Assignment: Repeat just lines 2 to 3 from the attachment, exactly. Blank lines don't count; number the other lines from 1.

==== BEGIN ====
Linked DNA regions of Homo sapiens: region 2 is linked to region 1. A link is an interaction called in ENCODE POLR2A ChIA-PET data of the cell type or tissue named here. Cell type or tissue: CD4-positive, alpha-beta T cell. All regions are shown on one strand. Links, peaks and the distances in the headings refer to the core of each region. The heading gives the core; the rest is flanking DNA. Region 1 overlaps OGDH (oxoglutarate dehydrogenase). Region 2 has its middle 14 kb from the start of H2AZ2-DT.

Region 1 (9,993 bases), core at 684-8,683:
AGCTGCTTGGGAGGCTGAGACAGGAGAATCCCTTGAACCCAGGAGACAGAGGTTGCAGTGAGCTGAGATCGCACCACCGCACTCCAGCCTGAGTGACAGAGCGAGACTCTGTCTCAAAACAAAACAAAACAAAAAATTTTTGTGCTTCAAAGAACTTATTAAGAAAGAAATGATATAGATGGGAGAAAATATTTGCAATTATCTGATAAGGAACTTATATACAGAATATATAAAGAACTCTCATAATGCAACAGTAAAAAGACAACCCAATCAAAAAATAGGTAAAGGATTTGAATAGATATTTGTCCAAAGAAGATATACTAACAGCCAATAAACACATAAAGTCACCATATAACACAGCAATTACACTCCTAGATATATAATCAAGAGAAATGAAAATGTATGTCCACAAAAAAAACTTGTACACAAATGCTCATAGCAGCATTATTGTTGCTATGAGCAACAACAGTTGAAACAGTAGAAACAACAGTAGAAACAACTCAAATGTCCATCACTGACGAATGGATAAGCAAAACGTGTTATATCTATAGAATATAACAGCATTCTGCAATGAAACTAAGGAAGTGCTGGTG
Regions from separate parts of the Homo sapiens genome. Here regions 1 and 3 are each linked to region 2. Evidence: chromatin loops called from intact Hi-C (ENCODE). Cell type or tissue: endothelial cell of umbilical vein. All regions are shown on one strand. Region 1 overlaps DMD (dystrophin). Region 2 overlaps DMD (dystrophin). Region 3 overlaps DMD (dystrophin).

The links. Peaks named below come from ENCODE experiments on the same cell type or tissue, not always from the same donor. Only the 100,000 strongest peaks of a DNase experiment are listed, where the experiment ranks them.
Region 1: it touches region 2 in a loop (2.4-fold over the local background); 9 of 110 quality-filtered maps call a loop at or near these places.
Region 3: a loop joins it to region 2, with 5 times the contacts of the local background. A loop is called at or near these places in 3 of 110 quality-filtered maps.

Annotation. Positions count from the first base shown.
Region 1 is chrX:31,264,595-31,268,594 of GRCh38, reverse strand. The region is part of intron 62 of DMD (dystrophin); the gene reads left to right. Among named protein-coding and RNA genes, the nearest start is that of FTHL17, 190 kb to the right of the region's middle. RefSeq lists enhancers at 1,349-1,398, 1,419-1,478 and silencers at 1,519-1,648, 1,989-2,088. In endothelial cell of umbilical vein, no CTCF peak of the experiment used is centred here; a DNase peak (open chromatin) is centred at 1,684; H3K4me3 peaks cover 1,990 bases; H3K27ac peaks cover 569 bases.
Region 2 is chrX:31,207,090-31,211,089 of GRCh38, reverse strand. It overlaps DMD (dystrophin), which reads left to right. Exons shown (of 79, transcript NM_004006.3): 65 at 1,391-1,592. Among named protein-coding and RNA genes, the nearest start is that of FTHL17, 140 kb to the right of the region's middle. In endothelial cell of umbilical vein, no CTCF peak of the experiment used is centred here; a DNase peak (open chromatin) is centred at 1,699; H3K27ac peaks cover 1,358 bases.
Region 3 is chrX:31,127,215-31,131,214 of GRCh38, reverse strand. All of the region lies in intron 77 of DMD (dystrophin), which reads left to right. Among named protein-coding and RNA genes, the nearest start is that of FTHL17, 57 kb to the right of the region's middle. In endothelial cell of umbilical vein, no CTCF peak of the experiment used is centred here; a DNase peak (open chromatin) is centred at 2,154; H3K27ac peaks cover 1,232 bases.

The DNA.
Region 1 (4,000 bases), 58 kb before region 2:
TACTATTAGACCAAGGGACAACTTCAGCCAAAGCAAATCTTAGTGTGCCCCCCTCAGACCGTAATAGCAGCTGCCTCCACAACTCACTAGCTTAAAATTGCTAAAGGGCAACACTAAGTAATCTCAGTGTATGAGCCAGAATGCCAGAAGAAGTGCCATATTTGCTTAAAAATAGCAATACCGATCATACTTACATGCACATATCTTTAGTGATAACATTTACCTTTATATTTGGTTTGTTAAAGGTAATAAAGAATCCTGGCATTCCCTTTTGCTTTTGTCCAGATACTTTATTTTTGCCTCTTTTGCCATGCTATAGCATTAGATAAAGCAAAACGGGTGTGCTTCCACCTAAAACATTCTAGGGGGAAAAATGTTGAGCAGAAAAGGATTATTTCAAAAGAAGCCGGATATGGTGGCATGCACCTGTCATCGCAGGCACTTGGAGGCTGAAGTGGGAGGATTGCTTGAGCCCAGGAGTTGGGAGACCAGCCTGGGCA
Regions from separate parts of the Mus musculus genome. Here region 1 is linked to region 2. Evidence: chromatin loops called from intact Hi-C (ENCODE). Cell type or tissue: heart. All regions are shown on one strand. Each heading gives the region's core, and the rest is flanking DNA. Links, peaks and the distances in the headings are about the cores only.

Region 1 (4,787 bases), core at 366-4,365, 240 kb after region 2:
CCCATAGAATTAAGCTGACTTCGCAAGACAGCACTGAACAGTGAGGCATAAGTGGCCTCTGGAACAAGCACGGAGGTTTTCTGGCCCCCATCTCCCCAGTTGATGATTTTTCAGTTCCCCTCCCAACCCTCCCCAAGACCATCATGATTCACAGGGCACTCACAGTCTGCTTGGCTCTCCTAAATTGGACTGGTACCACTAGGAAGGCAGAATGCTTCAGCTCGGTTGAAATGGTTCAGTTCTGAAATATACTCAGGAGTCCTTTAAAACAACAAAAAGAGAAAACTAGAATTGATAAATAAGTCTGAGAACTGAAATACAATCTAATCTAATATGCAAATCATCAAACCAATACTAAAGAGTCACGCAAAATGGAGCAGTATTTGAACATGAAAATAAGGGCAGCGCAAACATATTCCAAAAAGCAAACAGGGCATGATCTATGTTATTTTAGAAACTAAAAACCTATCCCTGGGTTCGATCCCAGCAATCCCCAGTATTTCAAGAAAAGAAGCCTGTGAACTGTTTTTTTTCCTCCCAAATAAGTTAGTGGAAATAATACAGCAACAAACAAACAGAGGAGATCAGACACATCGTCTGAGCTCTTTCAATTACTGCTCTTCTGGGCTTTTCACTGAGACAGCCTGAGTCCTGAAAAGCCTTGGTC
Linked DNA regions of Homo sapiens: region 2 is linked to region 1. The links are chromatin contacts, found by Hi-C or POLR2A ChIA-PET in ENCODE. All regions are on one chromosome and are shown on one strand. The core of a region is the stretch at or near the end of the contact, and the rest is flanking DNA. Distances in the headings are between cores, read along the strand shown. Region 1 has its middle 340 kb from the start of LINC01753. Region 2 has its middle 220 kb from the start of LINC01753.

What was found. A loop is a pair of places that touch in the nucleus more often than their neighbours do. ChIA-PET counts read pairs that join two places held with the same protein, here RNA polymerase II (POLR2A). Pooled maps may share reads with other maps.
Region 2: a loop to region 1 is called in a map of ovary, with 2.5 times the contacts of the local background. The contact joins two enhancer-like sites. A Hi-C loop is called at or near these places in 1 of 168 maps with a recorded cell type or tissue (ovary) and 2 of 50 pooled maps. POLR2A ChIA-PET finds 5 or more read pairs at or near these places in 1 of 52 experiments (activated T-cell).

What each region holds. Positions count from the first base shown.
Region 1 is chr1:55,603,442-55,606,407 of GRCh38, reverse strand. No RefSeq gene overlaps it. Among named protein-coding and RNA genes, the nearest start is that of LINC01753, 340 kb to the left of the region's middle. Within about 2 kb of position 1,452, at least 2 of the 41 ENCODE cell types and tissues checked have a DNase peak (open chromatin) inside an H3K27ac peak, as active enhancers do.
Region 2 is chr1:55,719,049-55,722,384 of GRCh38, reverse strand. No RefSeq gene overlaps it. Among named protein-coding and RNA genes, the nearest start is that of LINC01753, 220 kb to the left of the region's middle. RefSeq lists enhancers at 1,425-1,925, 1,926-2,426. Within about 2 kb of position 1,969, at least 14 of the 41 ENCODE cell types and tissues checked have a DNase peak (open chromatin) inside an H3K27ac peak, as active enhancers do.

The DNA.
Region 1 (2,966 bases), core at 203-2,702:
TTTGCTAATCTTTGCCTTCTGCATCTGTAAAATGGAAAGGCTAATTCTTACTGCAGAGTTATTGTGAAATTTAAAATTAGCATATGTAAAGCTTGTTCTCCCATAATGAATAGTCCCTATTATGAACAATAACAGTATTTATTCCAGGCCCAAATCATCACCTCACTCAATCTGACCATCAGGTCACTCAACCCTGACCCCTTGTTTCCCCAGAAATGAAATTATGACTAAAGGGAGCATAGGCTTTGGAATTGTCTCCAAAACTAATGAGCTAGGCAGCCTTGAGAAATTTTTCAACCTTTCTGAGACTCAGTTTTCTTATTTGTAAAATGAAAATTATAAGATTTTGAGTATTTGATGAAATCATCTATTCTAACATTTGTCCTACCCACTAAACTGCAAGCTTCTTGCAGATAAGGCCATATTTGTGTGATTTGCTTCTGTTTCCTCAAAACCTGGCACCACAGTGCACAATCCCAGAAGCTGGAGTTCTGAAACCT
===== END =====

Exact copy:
Region 1 (9,993 bases), core at 684-8,683:
AGCTGCTTGGGAGGCTGAGACAGGAGAATCCCTTGAACCCAGGAGACAGAGGTTGCAGTGAGCTGAGATCGCACCACCGCACTCCAGCCTGAGTGACAGAGCGAGACTCTGTCTCAAAACAAAACAAAACAAAAAATTTTTGTGCTTCAAAGAACTTATTAAGAAAGAAATGATATAGATGGGAGAAAATATTTGCAATTATCTGATAAGGAACTTATATACAGAATATATAAAGAACTCTCATAATGCAACAGTAAAAAGACAACCCAATCAAAAAATAGGTAAAGGATTTGAATAGATATTTGTCCAAAGAAGATATACTAACAGCCAATAAACACATAAAGTCACCATATAACACAGCAATTACACTCCTAGATATATAATCAAGAGAAATGAAAATGTATGTCCACAAAAAAAACTTGTACACAAATGCTCATAGCAGCATTATTGTTGCTATGAGCAACAACAGTTGAAACAGTAGAAACAACAGTAGAAACAACTCAAATGTCCATCACTGACGAATGGATAAGCAAAACGTGTTATATCTATAGAATATAACAGCATTCTGCAATGAAACTAAGGAAGTGCTGGTG